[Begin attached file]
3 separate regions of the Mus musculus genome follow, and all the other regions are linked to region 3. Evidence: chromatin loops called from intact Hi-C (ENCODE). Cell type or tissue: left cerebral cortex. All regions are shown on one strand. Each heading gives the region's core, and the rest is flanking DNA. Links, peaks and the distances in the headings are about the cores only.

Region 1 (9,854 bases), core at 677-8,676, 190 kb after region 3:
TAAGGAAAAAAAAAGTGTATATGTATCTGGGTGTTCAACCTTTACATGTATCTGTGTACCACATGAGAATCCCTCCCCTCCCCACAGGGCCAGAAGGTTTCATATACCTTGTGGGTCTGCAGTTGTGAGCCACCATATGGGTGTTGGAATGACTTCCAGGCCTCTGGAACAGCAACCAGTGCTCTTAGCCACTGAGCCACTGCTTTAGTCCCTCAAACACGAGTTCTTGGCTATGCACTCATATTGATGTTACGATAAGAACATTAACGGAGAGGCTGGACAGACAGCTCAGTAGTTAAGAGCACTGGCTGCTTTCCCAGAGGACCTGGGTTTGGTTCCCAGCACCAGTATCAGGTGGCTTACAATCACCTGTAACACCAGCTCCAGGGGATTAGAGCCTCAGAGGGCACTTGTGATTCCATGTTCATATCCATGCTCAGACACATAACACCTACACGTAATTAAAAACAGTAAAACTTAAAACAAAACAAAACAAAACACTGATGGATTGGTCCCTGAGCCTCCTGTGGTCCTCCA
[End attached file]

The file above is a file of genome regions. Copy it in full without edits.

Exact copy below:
3 separate regions of the Mus musculus genome follow, and all the other regions are linked to region 3. Evidence: chromatin loops called from intact Hi-C (ENCODE). Cell type or tissue: left cerebral cortex. All regions are shown on one strand. Each heading gives the region's core, and the rest is flanking DNA. Links, peaks and the distances in the headings are about the cores only.

Region 1 (9,854 bases), core at 677-8,676, 190 kb after region 3:
TAAGGAAAAAAAAAGTGTATATGTATCTGGGTGTTCAACCTTTACATGTATCTGTGTACCACATGAGAATCCCTCCCCTCCCCACAGGGCCAGAAGGTTTCATATACCTTGTGGGTCTGCAGTTGTGAGCCACCATATGGGTGTTGGAATGACTTCCAGGCCTCTGGAACAGCAACCAGTGCTCTTAGCCACTGAGCCACTGCTTTAGTCCCTCAAACACGAGTTCTTGGCTATGCACTCATATTGATGTTACGATAAGAACATTAACGGAGAGGCTGGACAGACAGCTCAGTAGTTAAGAGCACTGGCTGCTTTCCCAGAGGACCTGGGTTTGGTTCCCAGCACCAGTATCAGGTGGCTTACAATCACCTGTAACACCAGCTCCAGGGGATTAGAGCCTCAGAGGGCACTTGTGATTCCATGTTCATATCCATGCTCAGACACATAACACCTACACGTAATTAAAAACAGTAAAACTTAAAACAAAACAAAACAAAACACTGATGGATTGGTCCCTGAGCCTCCTGTGGTCCTCCA